This doesn’t fall within a blog newsletters legal requirement for everyone. It is not legally required for the US, but it is a good idea. You will have a record of the opt-in through your ESP and (should any legal action come of it), you will be protected.
Some countries (like Canada, Germany, and Australia) recommend double opt-in to assist with their express-intent legislation, so if you do (or could) gain subscribers in those countries, you should employ double opt-in.
To better make a decision, read this article (PROs and CONs) on whether you should require double opt-in for your blog newsletters.
Should I remind them they signed up for the email?
In my opinion, that should be taken care of with your welcome sequence.
If you’re emailing your list infrequently or trying to revitalize an old list, you can use the “you’re getting this email because you signed up to xyz” and remind them who you are (with a picture to help you keep more subscribers by refreshing their memory).
Note: if you want to begin utilizing your email to its full potential, start here with learning what you can (practical advice on how to grow email newsletters).
Can I share lists?
This isn’t so much a blog newsletters legal requirement. Technically, the CAN-SPAM act doesn’t say you can’t share lists, but it’s mostly industry-standard that you don’t. Now, before you start filling up the comments section with examples of people who “successfully do it,” I’m standing behind this statement.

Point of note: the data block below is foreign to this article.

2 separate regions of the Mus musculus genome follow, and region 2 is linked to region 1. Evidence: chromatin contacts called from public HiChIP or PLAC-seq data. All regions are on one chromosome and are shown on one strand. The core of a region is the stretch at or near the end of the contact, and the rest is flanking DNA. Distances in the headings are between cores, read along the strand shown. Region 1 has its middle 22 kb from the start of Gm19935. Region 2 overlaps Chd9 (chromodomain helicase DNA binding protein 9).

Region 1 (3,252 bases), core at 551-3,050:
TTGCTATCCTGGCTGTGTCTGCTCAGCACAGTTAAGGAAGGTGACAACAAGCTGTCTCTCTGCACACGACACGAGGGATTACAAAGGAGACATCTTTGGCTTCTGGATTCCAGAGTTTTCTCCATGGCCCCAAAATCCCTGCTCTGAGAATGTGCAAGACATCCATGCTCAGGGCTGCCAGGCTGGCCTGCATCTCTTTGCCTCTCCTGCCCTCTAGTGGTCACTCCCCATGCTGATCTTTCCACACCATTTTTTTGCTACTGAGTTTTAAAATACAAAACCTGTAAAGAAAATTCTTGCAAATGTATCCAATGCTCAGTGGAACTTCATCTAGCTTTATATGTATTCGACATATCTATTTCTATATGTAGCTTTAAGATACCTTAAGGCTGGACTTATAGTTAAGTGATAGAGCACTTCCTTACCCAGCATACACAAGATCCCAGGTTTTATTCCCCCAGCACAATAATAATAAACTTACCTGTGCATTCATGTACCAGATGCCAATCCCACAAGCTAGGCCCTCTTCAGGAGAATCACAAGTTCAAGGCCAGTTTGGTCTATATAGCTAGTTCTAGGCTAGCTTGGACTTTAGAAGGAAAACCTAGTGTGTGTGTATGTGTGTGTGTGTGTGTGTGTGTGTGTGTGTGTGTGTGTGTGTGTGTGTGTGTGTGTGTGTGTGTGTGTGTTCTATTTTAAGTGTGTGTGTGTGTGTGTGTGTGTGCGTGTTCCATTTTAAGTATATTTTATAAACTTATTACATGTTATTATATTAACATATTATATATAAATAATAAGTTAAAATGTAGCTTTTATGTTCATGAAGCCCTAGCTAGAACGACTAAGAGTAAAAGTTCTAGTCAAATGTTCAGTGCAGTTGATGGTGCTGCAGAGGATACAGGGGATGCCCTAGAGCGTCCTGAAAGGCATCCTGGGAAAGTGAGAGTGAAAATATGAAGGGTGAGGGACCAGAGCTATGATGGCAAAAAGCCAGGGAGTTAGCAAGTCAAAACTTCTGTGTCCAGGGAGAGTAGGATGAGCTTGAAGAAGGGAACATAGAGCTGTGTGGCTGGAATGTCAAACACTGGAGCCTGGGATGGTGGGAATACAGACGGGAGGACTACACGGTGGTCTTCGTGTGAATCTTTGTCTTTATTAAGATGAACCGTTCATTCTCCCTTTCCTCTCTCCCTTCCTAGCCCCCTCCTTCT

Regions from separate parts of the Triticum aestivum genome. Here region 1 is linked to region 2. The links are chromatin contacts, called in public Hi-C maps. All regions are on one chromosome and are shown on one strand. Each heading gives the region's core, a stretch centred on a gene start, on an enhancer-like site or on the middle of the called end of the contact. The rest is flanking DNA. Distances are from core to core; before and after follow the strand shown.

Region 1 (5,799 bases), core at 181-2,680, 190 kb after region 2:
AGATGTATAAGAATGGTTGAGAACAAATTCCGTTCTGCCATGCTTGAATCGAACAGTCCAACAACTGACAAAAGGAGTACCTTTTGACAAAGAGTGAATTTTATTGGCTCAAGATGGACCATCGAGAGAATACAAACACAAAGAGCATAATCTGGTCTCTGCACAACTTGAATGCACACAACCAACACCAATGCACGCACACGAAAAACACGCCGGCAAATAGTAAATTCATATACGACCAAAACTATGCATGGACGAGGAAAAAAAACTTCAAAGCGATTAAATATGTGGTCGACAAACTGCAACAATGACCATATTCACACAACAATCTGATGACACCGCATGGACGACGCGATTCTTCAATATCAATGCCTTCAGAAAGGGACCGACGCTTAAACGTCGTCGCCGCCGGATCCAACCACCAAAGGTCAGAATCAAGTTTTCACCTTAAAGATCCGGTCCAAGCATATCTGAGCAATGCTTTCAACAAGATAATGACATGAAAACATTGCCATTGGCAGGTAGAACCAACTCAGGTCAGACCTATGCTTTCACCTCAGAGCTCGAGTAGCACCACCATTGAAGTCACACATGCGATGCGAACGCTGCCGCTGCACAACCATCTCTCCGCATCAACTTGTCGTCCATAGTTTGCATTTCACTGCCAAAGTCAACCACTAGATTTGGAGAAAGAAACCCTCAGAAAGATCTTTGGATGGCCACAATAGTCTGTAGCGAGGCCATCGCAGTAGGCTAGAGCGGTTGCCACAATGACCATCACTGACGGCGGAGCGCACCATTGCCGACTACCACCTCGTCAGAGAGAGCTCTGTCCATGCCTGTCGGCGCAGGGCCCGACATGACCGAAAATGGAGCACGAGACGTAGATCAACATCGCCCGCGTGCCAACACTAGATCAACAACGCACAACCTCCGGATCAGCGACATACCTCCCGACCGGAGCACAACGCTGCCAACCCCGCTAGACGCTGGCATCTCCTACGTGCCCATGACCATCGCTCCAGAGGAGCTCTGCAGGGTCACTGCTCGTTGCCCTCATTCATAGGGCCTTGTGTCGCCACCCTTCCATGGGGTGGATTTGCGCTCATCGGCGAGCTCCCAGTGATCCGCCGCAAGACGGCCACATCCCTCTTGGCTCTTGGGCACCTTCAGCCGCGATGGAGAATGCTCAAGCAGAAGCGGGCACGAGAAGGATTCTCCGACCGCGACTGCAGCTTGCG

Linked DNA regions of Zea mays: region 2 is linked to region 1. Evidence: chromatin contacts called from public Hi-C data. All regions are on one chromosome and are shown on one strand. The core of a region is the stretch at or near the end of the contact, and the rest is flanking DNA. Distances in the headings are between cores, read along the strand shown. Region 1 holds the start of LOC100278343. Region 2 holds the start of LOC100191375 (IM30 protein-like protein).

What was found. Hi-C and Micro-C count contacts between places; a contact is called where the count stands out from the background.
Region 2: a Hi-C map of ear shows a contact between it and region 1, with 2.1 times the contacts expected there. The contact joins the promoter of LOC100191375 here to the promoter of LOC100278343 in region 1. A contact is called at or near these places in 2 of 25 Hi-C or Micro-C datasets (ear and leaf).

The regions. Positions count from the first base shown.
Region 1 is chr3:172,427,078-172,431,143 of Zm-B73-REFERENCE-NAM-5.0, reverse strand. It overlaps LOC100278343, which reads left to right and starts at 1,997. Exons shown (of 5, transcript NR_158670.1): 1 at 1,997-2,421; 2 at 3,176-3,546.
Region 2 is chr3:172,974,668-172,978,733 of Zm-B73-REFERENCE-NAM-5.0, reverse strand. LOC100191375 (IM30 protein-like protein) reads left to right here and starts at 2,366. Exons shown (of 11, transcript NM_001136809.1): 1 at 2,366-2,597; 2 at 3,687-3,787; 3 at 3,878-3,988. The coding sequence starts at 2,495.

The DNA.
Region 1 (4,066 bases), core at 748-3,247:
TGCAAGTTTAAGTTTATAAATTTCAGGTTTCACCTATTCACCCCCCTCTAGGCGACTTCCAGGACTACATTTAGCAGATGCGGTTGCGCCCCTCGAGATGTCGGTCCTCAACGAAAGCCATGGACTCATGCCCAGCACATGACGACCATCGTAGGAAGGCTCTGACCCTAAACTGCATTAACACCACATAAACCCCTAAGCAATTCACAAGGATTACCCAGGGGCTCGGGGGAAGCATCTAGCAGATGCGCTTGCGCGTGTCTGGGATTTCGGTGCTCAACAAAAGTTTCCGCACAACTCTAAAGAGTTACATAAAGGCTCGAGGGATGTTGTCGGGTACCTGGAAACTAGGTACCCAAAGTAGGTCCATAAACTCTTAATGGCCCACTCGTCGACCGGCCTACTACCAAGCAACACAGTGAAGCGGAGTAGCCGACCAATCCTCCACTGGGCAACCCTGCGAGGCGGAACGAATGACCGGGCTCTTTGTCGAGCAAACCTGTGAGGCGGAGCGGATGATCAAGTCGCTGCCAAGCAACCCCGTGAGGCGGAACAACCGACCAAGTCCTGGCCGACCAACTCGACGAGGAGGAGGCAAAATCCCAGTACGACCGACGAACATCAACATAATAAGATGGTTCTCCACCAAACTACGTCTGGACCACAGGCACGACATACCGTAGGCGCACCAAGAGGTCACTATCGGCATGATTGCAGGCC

If someone doesn’t opt-in to hear from you (you, the person who are trying to ESTABLISH TRUST WITH them), the likelihood that this is a lasting tactic isn’t high. Be honest. Be authentic. Ask permission. You will have a much more engaged list.
Why would you pay for a growing list of people who don’t want to hear from you? A big list is bad business; an engaged list is good business.
The exception to this that many people will cite is when two bloggers team up, host a webinar, and share the entrant information. If that is identified in the signup terms, there is nothing amiss with this practice. This also applies to virtual conferences or summits – trust me, they’re ALL getting your email address.A big email list is bad business. An engaged list is good business.Click To Tweet
Can I automatically start emailing someone after they participate in a giveaway?
There are very distinct camps on this. One side: yes! They entered your giveaway, so they opted in. The other side: no! They didn’t specifically sign up for your email, so you shouldn’t start sending them some. When you’re working with brands, please make sure you understand their position on this.
If you are going to do so, openly and honestly disclose your giveaway terms (in normal font and in multiple places). One giveaway for which you should NEVER use this tactic: cash giveaways. You’ll see a HUGE inflation of your list (causing you to pay more to your ESP), all to lose the majority of those subscribers when you send your first email. #wasteofmoney
I hope you now understand some finer points of your blog newsletter’s legal requirements. If you have more questions, add them in the comments section or join in a discussion with us on Facebook.